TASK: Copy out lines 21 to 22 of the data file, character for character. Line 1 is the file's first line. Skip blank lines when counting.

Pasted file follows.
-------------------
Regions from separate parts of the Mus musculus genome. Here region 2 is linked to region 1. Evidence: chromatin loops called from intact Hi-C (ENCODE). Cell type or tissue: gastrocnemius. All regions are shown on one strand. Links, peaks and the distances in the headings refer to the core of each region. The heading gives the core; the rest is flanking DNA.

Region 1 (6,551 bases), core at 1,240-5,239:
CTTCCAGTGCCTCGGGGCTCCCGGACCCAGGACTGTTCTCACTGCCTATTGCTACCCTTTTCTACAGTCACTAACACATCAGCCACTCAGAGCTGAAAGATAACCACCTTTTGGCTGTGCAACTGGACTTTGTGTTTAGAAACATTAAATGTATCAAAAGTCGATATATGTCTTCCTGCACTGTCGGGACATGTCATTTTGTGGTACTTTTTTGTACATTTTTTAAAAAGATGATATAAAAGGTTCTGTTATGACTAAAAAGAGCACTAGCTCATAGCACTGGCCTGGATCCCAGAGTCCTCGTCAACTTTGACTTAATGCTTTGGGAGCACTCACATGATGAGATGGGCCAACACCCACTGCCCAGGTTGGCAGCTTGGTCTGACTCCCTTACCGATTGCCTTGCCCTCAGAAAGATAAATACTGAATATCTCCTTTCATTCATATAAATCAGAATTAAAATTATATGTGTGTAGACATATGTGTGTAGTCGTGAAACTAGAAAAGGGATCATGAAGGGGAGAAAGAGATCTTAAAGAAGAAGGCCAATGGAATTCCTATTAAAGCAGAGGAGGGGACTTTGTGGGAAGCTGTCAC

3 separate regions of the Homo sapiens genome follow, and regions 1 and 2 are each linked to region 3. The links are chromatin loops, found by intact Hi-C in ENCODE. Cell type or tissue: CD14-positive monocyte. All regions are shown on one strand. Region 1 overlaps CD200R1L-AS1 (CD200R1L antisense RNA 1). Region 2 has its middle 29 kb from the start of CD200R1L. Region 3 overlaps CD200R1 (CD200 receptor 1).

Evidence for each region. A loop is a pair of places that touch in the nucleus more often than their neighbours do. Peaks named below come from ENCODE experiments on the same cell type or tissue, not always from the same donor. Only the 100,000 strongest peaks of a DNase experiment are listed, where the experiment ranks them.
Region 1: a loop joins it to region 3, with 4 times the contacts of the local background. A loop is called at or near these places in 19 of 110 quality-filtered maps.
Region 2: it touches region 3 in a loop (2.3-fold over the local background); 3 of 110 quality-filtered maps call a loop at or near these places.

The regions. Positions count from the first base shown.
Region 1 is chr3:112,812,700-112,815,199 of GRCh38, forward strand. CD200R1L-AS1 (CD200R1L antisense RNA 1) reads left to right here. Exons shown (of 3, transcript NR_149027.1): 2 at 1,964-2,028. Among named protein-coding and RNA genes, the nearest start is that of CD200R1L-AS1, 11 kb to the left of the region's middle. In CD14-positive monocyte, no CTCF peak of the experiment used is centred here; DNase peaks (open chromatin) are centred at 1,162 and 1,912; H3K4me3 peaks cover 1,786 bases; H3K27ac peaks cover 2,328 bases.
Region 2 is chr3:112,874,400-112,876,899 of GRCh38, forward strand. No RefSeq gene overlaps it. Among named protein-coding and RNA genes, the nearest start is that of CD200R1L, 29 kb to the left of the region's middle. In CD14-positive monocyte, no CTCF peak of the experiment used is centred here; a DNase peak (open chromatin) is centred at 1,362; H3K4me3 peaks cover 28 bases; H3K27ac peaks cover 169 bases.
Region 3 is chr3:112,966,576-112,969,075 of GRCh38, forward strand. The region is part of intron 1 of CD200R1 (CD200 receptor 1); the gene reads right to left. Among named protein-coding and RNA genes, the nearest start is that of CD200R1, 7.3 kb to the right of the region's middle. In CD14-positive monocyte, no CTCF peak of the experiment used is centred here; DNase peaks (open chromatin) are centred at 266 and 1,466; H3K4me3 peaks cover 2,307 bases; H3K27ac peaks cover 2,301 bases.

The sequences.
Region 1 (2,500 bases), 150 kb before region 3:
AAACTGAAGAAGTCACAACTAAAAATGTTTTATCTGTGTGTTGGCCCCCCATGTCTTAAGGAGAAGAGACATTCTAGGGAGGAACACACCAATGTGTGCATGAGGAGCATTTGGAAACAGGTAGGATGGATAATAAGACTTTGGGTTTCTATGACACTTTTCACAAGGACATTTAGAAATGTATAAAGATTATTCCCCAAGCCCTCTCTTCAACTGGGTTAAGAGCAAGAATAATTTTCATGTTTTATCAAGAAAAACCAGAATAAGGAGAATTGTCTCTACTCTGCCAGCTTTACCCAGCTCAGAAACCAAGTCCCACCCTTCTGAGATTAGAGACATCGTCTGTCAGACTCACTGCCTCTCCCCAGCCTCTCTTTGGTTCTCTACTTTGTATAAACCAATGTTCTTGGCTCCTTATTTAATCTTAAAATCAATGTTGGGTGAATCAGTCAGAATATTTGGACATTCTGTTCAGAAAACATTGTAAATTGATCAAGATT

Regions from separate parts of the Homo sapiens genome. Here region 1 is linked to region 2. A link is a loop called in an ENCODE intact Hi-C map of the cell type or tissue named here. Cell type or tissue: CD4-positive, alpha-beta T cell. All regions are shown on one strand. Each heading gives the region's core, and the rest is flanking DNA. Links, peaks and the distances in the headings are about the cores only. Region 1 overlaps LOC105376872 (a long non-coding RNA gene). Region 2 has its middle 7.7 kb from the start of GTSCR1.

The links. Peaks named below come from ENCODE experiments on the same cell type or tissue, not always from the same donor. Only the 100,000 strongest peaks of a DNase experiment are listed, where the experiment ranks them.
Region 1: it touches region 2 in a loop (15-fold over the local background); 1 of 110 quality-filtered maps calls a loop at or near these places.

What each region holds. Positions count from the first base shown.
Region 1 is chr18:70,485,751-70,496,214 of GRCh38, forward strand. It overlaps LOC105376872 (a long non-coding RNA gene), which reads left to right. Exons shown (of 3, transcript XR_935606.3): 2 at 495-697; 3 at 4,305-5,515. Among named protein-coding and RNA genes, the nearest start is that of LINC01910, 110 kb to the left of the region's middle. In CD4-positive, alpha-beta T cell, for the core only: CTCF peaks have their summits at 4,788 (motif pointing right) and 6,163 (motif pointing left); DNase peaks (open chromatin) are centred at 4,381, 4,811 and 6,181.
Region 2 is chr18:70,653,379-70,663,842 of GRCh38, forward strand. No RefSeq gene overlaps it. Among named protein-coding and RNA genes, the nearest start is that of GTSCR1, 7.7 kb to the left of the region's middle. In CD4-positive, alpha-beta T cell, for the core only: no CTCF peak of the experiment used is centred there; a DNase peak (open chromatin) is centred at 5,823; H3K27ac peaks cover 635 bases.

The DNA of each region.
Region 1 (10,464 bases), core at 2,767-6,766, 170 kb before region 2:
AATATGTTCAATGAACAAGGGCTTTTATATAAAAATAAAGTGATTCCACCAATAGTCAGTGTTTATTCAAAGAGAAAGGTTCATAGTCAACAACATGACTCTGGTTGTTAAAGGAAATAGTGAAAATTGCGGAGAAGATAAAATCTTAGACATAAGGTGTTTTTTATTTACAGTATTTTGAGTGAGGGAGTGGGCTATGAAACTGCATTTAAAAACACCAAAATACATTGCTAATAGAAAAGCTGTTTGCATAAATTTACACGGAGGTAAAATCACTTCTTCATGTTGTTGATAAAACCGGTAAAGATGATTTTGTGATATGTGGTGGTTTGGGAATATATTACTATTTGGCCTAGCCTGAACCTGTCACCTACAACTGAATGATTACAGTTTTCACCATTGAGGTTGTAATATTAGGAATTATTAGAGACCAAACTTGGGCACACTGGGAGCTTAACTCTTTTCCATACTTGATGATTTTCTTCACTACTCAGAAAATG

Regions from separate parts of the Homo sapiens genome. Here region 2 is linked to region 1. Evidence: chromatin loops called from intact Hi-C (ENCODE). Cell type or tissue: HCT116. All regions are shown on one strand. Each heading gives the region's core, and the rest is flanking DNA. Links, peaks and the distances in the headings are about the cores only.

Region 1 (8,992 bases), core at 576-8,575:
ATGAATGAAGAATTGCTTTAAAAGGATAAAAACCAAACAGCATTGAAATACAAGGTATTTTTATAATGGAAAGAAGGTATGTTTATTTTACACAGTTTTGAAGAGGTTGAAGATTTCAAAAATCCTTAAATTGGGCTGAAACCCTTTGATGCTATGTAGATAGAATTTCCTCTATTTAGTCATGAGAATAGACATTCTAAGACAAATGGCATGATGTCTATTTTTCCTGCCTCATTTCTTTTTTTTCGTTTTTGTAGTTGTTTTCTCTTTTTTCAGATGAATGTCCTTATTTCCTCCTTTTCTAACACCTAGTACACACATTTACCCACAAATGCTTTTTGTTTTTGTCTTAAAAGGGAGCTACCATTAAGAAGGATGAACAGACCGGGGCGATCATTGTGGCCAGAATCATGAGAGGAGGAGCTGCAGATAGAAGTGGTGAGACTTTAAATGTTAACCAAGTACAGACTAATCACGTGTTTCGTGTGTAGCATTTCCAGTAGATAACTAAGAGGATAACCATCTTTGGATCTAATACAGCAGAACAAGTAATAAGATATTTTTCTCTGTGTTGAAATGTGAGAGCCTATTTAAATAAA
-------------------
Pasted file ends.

The DNA of each region.
Region 1 (10,464 bases), core at 2,767-6,766, 170 kb before region 2: